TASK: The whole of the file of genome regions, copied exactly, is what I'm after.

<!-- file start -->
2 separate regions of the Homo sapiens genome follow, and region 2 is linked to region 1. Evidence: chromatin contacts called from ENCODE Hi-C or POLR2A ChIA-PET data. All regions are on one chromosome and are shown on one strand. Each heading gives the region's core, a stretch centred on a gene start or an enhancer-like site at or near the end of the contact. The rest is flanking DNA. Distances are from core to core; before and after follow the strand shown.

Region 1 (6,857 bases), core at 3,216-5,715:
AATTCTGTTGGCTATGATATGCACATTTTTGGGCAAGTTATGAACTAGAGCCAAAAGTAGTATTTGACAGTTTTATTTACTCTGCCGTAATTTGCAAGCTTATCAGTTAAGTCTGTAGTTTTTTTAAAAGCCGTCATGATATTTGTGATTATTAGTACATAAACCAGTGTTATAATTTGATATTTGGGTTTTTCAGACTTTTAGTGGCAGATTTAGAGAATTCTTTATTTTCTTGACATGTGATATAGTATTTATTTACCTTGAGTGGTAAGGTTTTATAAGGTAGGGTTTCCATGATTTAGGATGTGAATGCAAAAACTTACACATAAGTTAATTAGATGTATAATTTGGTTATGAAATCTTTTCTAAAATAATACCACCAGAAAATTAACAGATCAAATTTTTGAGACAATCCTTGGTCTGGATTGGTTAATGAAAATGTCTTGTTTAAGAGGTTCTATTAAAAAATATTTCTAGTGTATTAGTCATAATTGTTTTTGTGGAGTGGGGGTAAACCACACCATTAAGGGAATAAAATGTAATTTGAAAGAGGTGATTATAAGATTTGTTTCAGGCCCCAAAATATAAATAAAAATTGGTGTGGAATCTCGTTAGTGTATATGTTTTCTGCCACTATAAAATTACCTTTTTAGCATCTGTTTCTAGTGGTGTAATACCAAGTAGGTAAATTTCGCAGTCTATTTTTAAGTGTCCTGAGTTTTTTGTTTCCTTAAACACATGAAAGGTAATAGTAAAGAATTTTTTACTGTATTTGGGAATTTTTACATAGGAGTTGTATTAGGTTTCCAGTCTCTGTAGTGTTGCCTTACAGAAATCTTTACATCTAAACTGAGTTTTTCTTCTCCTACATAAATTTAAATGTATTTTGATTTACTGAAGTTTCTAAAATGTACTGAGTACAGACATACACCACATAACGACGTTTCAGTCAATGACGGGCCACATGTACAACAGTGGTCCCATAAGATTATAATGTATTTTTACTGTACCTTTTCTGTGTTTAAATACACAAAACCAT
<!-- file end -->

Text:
2 separate regions of the Homo sapiens genome follow, and region 2 is linked to region 1. Evidence: chromatin contacts called from ENCODE Hi-C or POLR2A ChIA-PET data. All regions are on one chromosome and are shown on one strand. Each heading gives the region's core, a stretch centred on a gene start or an enhancer-like site at or near the end of the contact. The rest is flanking DNA. Distances are from core to core; before and after follow the strand shown.

Region 1 (6,857 bases), core at 3,216-5,715:
AATTCTGTTGGCTATGATATGCACATTTTTGGGCAAGTTATGAACTAGAGCCAAAAGTAGTATTTGACAGTTTTATTTACTCTGCCGTAATTTGCAAGCTTATCAGTTAAGTCTGTAGTTTTTTTAAAAGCCGTCATGATATTTGTGATTATTAGTACATAAACCAGTGTTATAATTTGATATTTGGGTTTTTCAGACTTTTAGTGGCAGATTTAGAGAATTCTTTATTTTCTTGACATGTGATATAGTATTTATTTACCTTGAGTGGTAAGGTTTTATAAGGTAGGGTTTCCATGATTTAGGATGTGAATGCAAAAACTTACACATAAGTTAATTAGATGTATAATTTGGTTATGAAATCTTTTCTAAAATAATACCACCAGAAAATTAACAGATCAAATTTTTGAGACAATCCTTGGTCTGGATTGGTTAATGAAAATGTCTTGTTTAAGAGGTTCTATTAAAAAATATTTCTAGTGTATTAGTCATAATTGTTTTTGTGGAGTGGGGGTAAACCACACCATTAAGGGAATAAAATGTAATTTGAAAGAGGTGATTATAAGATTTGTTTCAGGCCCCAAAATATAAATAAAAATTGGTGTGGAATCTCGTTAGTGTATATGTTTTCTGCCACTATAAAATTACCTTTTTAGCATCTGTTTCTAGTGGTGTAATACCAAGTAGGTAAATTTCGCAGTCTATTTTTAAGTGTCCTGAGTTTTTTGTTTCCTTAAACACATGAAAGGTAATAGTAAAGAATTTTTTACTGTATTTGGGAATTTTTACATAGGAGTTGTATTAGGTTTCCAGTCTCTGTAGTGTTGCCTTACAGAAATCTTTACATCTAAACTGAGTTTTTCTTCTCCTACATAAATTTAAATGTATTTTGATTTACTGAAGTTTCTAAAATGTACTGAGTACAGACATACACCACATAACGACGTTTCAGTCAATGACGGGCCACATGTACAACAGTGGTCCCATAAGATTATAATGTATTTTTACTGTACCTTTTCTGTGTTTAAATACACAAAACCAT